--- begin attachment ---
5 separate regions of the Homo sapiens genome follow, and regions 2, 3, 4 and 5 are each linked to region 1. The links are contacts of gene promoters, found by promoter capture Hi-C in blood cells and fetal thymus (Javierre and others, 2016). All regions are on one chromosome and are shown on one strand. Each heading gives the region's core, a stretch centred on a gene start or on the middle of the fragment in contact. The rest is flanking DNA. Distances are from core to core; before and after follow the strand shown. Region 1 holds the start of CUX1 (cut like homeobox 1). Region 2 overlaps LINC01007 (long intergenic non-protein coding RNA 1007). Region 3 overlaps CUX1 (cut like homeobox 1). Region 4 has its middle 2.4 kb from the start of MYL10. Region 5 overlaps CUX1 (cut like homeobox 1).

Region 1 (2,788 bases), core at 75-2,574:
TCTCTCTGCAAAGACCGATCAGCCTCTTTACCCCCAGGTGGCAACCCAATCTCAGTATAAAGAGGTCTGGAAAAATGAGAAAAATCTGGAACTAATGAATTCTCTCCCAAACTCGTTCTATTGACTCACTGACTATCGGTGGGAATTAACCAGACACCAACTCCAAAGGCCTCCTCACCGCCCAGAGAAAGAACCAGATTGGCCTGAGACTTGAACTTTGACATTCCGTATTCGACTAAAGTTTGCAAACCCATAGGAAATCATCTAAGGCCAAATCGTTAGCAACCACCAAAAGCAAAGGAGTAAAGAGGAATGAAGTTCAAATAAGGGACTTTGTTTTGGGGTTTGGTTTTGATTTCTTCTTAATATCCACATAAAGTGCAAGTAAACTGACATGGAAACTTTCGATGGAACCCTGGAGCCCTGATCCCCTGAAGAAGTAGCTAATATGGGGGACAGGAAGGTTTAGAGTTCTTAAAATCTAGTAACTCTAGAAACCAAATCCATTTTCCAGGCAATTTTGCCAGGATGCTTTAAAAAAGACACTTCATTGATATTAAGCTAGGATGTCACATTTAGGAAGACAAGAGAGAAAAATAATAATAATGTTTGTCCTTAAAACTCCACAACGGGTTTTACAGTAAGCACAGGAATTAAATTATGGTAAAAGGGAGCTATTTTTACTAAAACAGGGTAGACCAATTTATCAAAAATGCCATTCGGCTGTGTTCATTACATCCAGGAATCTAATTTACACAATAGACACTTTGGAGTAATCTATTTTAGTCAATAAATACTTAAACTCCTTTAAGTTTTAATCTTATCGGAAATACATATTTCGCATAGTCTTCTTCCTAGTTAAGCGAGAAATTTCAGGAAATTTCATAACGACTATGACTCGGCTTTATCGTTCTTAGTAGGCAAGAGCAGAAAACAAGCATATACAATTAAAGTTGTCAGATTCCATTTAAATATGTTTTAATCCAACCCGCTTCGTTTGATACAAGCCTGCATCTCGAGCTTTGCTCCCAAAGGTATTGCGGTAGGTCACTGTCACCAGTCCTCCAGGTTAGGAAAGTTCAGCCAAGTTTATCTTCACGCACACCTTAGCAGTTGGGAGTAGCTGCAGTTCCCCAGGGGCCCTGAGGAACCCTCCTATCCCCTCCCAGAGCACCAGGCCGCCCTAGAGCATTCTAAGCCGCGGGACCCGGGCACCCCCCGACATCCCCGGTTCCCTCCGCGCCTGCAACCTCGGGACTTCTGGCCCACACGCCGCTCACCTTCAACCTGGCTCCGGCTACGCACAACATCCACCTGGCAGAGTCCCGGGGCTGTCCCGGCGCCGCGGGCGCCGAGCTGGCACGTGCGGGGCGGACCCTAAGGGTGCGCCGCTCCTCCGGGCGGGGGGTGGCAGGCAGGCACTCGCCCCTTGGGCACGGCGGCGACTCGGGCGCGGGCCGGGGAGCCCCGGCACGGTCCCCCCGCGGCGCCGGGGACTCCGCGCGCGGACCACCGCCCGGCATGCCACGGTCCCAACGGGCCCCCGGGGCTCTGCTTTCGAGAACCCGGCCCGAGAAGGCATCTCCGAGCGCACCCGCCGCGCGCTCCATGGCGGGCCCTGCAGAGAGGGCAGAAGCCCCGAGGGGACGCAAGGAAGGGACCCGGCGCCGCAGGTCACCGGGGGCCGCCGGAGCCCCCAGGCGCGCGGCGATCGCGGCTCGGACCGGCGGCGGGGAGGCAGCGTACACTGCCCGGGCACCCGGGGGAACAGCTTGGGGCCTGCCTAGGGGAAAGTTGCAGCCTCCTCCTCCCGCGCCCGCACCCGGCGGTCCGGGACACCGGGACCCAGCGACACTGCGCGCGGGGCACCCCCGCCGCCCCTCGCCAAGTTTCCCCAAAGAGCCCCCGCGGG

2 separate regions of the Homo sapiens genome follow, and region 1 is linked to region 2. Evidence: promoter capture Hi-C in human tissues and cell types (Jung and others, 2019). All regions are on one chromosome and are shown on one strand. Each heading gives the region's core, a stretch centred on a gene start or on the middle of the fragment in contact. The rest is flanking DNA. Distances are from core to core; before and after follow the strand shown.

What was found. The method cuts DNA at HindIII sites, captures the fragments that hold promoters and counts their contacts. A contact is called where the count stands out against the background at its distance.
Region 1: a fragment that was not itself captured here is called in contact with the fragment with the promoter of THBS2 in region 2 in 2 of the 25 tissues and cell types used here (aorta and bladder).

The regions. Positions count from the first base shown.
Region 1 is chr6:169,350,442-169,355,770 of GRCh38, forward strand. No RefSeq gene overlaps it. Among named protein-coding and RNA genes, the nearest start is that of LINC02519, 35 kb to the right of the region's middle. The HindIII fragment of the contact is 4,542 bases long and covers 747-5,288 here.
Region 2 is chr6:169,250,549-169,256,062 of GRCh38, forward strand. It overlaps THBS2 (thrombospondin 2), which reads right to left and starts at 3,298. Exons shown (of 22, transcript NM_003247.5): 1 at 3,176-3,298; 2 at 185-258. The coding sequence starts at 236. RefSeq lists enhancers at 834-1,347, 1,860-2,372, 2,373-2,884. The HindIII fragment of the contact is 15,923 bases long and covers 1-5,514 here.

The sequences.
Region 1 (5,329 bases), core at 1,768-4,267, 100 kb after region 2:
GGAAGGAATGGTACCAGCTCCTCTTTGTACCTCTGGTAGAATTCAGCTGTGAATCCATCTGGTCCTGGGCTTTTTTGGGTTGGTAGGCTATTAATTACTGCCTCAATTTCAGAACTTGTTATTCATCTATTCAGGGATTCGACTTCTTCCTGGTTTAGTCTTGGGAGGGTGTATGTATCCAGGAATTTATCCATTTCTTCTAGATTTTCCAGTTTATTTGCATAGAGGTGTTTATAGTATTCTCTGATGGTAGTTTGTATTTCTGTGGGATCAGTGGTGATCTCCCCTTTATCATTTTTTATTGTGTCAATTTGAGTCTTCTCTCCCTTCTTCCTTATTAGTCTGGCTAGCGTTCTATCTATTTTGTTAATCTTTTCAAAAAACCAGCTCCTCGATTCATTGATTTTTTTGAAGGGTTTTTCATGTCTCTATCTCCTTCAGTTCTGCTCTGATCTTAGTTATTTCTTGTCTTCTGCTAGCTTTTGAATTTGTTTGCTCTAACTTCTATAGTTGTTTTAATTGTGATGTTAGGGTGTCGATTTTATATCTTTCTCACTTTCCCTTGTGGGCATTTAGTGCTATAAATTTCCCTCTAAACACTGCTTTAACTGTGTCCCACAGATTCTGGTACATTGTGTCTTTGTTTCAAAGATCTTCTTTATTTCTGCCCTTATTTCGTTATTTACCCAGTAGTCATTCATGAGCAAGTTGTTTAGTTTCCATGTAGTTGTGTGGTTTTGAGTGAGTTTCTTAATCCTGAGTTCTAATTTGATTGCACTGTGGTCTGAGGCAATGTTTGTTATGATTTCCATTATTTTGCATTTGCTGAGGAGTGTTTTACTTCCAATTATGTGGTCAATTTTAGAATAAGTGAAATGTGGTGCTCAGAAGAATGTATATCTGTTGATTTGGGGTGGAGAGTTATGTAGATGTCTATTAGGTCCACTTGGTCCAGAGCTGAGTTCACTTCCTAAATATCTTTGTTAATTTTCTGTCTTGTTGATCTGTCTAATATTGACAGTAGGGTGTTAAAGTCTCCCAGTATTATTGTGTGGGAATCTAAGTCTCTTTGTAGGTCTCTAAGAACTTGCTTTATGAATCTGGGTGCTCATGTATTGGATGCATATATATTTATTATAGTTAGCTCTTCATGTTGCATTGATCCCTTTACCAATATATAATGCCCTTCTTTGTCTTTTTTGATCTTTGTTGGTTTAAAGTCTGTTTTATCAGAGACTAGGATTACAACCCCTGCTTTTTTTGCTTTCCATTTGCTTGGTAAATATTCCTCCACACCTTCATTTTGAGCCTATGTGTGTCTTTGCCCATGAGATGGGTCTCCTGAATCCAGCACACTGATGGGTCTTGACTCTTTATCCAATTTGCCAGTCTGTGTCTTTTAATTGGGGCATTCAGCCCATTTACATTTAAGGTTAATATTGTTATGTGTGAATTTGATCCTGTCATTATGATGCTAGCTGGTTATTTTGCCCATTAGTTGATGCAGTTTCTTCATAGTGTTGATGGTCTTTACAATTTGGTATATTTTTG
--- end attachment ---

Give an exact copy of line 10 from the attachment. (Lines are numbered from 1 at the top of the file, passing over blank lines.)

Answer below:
The sequences.